A bike ride is an excellent way to discover Zamora city in the Amazonian province of Zamora Chinchipe. Known as the city of birds and waterfalls, Zamora is a city to enjoy both on a slow ride and a fast downhill adventure.
It is located at 970 m.a.s.l. right on the joining point for the Zamora, Bombuscaro and Jamboé rivers. The city has a unique mountainous terrain home for the Shuar, Saraguros, Afro-ecuadorians and mestizos people.
To begin this adventure we ask the companion of Fernando Ortega, a local athelte and great guide who knows and masters many adventure tourism modalities such as: paragliding, rafting, bungee jumping and cycling.
Our host starts by mentioning the importance of the right equipment and physical readiness for outdoors activities while he handles me a bicycle suitable for my size. For a good biking activity, he recommends wearing cycling shorts, a nylon shirt, gloves, short socks and shoes suitable for cycling and a helmet. Cotton shirts are not recommended because of the humid weather.
With all set and after a quick warm-up and stretching, we departed from the pier on the banks of the Zamora River, an inspirational starting point for writers and nature enthusiasts as well, heading to the Santa Elena area to cross the Bombuscaro River.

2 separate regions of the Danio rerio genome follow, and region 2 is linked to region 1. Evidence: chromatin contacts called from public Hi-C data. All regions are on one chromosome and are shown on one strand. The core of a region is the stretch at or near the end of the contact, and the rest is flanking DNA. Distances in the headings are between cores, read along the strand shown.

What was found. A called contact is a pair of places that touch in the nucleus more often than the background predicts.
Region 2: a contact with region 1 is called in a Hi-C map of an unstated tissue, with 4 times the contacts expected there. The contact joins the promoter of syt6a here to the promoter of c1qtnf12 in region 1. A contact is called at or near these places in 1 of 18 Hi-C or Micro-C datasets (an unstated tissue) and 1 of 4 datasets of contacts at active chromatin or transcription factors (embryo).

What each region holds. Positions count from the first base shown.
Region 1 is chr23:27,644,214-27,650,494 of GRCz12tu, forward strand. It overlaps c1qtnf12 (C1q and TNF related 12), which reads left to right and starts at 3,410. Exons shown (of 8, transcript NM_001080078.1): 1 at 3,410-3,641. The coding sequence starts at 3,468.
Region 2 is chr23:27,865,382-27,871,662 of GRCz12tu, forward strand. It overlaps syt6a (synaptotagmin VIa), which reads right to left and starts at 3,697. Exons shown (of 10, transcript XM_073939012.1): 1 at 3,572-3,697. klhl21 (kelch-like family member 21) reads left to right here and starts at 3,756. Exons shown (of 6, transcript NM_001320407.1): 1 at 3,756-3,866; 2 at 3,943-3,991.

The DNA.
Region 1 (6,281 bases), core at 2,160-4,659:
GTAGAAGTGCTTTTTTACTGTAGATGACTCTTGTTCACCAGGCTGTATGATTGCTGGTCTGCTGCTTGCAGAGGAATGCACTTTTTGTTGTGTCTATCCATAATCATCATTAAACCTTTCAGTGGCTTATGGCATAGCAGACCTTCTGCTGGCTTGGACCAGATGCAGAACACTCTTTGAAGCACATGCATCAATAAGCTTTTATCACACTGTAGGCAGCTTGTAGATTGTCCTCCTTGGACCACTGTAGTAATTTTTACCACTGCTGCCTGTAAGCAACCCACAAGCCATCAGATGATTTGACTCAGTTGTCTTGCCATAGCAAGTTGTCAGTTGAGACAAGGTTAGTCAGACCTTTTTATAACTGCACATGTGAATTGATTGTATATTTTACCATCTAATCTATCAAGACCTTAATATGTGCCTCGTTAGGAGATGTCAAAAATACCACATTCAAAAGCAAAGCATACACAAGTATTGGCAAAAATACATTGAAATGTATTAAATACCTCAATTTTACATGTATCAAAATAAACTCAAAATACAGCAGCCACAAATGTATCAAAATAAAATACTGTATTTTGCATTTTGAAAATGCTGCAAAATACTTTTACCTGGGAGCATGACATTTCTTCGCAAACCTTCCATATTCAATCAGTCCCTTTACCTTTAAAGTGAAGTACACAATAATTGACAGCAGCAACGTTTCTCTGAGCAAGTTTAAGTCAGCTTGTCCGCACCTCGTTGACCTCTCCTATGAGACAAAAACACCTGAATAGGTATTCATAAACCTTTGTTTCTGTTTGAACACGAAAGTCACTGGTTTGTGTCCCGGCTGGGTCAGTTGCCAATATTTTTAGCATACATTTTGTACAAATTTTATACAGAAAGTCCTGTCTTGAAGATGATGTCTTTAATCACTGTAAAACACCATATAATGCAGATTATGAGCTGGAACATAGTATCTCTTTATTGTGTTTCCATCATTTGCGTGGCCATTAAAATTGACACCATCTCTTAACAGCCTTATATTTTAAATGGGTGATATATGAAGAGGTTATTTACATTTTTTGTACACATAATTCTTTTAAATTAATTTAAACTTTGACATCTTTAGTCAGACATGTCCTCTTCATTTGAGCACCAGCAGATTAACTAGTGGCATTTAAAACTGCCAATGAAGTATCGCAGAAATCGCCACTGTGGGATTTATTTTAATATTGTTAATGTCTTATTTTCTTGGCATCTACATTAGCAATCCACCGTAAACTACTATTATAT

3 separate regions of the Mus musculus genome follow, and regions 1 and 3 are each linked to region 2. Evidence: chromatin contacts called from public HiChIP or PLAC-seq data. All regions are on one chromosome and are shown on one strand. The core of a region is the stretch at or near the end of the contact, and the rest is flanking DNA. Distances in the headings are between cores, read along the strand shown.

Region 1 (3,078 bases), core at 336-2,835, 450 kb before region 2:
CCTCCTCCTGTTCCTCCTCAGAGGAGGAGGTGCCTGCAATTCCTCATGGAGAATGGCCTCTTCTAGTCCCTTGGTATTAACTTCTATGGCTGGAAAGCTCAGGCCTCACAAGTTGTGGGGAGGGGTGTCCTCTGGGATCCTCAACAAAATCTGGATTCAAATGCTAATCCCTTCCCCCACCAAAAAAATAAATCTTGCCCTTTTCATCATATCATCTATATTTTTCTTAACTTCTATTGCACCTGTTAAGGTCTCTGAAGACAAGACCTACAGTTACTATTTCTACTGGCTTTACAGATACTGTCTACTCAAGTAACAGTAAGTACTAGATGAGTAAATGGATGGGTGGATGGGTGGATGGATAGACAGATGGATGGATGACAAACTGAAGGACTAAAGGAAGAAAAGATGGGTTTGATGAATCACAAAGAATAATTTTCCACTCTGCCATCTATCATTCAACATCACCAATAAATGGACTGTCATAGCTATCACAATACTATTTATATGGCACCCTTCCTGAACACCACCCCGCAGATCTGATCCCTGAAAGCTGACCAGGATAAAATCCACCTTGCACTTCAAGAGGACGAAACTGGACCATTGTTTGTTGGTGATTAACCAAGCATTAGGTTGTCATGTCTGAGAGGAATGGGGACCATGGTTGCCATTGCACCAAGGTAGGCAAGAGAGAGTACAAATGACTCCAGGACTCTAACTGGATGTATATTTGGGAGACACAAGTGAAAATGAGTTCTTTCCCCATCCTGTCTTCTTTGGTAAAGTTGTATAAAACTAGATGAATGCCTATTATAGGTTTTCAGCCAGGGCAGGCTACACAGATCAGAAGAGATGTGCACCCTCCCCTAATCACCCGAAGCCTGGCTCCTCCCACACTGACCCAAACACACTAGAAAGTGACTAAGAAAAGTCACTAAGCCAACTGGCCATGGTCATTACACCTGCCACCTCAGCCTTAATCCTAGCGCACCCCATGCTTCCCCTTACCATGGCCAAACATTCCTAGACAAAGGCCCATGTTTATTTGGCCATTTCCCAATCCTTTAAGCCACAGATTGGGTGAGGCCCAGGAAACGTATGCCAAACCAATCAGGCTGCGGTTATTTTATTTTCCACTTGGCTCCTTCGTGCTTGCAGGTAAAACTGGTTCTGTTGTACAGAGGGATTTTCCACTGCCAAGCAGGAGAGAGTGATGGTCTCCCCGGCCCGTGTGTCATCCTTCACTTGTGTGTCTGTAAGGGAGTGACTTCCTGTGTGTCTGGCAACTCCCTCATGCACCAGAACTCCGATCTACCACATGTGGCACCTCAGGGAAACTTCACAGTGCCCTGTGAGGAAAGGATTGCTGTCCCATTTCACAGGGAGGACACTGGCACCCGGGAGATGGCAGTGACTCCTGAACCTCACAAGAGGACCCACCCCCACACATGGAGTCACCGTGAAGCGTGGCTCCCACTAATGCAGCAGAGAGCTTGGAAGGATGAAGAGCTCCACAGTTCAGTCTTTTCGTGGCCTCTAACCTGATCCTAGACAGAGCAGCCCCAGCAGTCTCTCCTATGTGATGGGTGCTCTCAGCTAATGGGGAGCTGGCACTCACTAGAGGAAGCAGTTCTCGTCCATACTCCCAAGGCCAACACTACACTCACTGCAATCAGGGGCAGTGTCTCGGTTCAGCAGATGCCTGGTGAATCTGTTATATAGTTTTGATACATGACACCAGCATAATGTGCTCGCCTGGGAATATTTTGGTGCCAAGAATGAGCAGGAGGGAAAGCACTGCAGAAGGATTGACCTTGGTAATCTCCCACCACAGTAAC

Let’s remember that cycling is more than just a ride. On our way we can enjoy the landscape and the view of the three jungle as the Zamora, Bombuscaro and Jamboé rivers make their way. We are moving along a road that Fernando says will soon become a bike path, which would be the first in the Ecuadorian Amazon with all its gear.
We pass near the Shuar communnity Martín Ujukam, where its inhabitants have entreprenerd into community tourism and are eager to share their knowledge, flavors and ancient customs to all visitors.
Before reaching our destination we got some time to enjoy the crystal clear waters of the «El Aventurero» waterfall. But what caught the group‘s attention was the majestic Yamila giant trees at least 196 feet high. Our guide told us they’re considered a Forestal Heritage of Zamora. To get an idea of how huge they are, it takes at least forty people to circle the diameter of their base. No doubt, the scenes we’ve enjoyed are worth illustrating a mountain storybook.
After traveling approximately 6 miles, we arrive at the Timbara parish, known as the land of sugarcane and «melcocha», a local sweet, and also as the center of brown sugar production.
Traveling by bicycle to discover the lush landscapes and attractions of Ecuador and the Four Worlds without haste, is simply fascinating. Until next time… We continue traveling through Ecuador and its destinations. Don’t miss out, #DiscoverEcuadorFromHome and share with us your best photographs.